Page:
Ilhan Omar and Jared Kushner’s Latest Accuser Has Shady Saudi Ties

Right-wing media has seized on the testimony of a Canadian businessman with a tangled history.

White House Chief of Staff John Kelly, back left, and White House advisor Jared Kushner, back right, stand with members of a Saudi delegation
White House Chief of Staff John Kelly, back left, and White House advisor Jared Kushner, back right, stand with members of a Saudi delegation in the Oval Office at the White House on March 20, 2018. Kevin Dietsch-Pool/Getty Images

A Canadian businessman who has become a useful agent for powerful royal families on the Arabian Peninsula has levied a slew of allegations against U.S. politicians, from Democratic Rep. Ilhan Omar to Republican President Donald Trump’s son-in-law Jared Kushner. While his claims remain unverified, they are rapidly spreading through Middle Eastern media and have become prominent on right-wing American sites.

Alan Bender, a Kuwait-born Canadian businessman, reportedly testified to a Florida court, via video feed from Toronto, that Qatar had successfully recruited an array of American assets to advance its interests in the West.

According to Bender, everyone from the star progressive congresswoman to Ivanka Trump’s husband was complicit in taking money and direction from Doha, on top of various newspaper reporters and politicians. The deposition was originally reported by the state-controlled Saudi news channel Al Arabiya, but it quickly spread through media outlets in the Middle East, as well as through right-wing U.S. blogs and news sites.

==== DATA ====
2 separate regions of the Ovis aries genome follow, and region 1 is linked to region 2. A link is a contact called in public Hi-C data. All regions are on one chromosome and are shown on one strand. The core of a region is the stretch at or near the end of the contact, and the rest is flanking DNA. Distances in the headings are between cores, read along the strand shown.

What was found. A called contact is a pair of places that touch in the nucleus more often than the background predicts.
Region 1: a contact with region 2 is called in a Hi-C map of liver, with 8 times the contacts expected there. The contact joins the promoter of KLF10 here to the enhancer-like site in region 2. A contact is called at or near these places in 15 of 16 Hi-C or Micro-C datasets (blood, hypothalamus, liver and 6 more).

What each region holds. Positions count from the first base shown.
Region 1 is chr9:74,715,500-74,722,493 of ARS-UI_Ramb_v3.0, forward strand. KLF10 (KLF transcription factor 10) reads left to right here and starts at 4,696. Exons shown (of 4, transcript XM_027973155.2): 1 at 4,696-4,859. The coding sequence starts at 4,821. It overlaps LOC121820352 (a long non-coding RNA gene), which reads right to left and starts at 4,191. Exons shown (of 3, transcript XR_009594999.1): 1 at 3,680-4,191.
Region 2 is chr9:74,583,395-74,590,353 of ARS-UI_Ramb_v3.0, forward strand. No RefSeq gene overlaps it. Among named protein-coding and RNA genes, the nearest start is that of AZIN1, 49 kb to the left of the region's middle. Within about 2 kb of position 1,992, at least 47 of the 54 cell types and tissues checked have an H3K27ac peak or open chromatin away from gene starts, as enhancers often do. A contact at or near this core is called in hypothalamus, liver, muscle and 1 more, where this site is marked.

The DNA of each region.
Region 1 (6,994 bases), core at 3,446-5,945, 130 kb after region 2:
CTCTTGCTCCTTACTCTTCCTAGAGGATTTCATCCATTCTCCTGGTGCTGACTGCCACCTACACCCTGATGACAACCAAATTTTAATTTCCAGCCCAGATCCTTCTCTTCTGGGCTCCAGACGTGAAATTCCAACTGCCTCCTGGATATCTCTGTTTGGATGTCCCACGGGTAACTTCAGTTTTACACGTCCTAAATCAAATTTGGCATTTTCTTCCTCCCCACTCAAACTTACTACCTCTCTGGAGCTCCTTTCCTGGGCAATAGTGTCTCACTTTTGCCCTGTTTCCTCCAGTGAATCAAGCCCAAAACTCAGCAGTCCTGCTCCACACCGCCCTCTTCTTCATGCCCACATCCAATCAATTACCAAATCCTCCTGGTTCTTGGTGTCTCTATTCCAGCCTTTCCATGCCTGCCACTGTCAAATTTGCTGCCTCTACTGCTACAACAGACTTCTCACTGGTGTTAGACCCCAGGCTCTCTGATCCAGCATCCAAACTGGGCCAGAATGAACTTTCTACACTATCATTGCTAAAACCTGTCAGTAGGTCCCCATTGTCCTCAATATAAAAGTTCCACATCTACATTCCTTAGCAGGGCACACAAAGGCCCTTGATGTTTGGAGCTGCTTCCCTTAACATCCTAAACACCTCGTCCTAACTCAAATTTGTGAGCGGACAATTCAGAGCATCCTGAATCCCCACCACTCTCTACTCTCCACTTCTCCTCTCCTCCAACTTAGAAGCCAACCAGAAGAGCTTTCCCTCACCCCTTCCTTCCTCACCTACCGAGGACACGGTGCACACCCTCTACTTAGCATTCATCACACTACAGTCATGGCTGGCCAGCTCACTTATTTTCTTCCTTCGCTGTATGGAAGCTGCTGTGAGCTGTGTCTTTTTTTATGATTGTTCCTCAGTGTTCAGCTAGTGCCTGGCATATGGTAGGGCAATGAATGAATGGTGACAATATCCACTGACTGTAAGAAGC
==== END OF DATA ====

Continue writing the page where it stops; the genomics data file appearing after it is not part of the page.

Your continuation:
The deposition swings wildly from one story to the next, with Bender accusing the murdered journalist Jamal Khashoggi of being a spy for both Qatar and the Saudis, then alleging that Omar is a “Trojan horse” for Doha. Bender offered no factual basis for his claims, but they do line up with conspiracy theories that have been floating around the internet and right-wing press in recent years.

Bender went on to say that, for $5,000, the Qatari government is able to pay off journalists at the New York Times and Washington Post to kill critical stories—but journalists at the right-wing Washington Examiner, he said, won’t take the money.

Omar has strongly denied the claims. “Since the day she was elected, Saudi Arabian trolls and mouthpieces have targeted Omar with misinformation and conspiracy theories,” a spokesperson for Omar told the Jerusalem Post.